Now that we are at this stage, let's see how Automation Design Canvas, can help us resolve this issue. To debug a failure in Automation Design Canvas, we will simply double click on the red x right next to the failing step. In design canvas, you get debug capability at the step level. When clicking on the red x, the Automation Design Canvas will open up the Debug UI for you. Let's take a close look at what that UI looks like and all its pieces:

If you open up the DOM Explorer at this point, you will notice that it also has a drop-down similar to the one listed above in the "Actions" section:

The first thing that comes to mind when debugging such a failure is what was the state of the DOM when I recorded my test.

Why can't my test find the "btn1" id. [As a tester, you might not be aware that this ID has changed]. Let's switch the Target DOM to "Recorded" and then click on the "Validate" button to see if I can still find the element in the DOM when I recorded it.

As you can see, the designer was able to find this element against the DOM that was captured at the time of recording. If you actually pull up the DOM Explorer and switch it to "Recorded", you will see that element highlighted in the tree:

We now atleast know that the FindParam used to identify this element is correct and that the failure must be due to a change in the page, not a problem in how we are identifying it. The next question to answer then, what changed and what is the new value for that change. To help identify that, let's switch the "View" of the "Recorded" dom to "TagName" so that we get a flat list of each tag with its index that looks like this:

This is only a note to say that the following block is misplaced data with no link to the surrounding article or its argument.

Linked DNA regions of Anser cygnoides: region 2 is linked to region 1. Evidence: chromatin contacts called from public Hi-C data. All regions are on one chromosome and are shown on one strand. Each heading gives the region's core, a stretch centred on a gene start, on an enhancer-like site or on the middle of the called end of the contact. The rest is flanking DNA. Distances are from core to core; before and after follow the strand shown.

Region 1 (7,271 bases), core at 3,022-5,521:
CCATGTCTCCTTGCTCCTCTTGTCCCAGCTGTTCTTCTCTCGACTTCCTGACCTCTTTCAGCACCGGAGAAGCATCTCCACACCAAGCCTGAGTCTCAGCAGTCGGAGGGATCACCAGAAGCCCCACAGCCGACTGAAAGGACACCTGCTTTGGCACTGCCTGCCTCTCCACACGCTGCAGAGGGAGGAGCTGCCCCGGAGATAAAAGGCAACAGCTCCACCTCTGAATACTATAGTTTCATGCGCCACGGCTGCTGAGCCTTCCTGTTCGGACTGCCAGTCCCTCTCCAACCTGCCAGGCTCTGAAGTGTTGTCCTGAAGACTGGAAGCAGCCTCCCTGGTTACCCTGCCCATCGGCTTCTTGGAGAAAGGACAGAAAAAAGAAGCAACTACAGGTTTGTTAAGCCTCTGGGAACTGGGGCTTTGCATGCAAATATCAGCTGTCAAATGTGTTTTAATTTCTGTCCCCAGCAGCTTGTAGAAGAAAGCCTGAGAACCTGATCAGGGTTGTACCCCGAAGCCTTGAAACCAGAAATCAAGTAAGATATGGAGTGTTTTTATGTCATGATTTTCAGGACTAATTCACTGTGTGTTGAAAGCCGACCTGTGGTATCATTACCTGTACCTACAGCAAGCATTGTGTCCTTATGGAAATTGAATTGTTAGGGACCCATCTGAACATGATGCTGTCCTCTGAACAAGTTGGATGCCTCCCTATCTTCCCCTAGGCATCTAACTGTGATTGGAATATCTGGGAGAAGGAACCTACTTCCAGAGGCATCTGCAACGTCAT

Next we are going to compare this element with the actual "Execution" dom that the test failed again. To do so, let's simply switch the "Displayed DOM" to (both). And switch also the "Execution" "View" to "TagName". The DOM Explorer now displays both recorded and executed DOM side by side:

Now that we have both DOMs side by side, we can easily navigate the Execution DOM to the INPUT tag with index "1".


Now we see that this element's id is btn2 not btn1. At this point there are two ways to proceed:

  1. This is a bug in the product and should be reported.
  2. This is an acceptable change and we simply need to update our automated test.

To update our automated test, simply go to the editor UI shown above and change the btn1 to btn2. Once you make that change, you might want to validate it against the execution DOM. Simply select "Execution" in the Target DOM drop down in the editor and click on the "Validate" button. The element should validate correctly and you are good to go at this point.

Click OK on the debug UI and you should be able to run the test again and it should pass.

Note: As soon as you click OK, the old recorded DOM is discarded for the Execution DOM since this is the DOM that the element has validated successfully against.

Thursday, July 10, 2008

Powerful DOM Search & Validation using WebAii 1.1 & LINQ

One of the most powerful new (and probably least discovered) features of WebAii 1.1, is its expanded search support using LINQ. LINQ is Microsoft's latest technology introduced in .NET 3.5 that offers a highly rich and integrated query language inside .NET languages like C# or VB.NET.

It was relatively easy for us to realize how we can leverage the power of LINQ in WebAii. LINQ's most common use is to enable a rich syntax to query structured information and we thought it would serve a great purpose in also querying the DOM. Given that WebAii offers a 100% managed HTML DOM to the testcase, users can harness the full power of LINQ with their DOM Searches.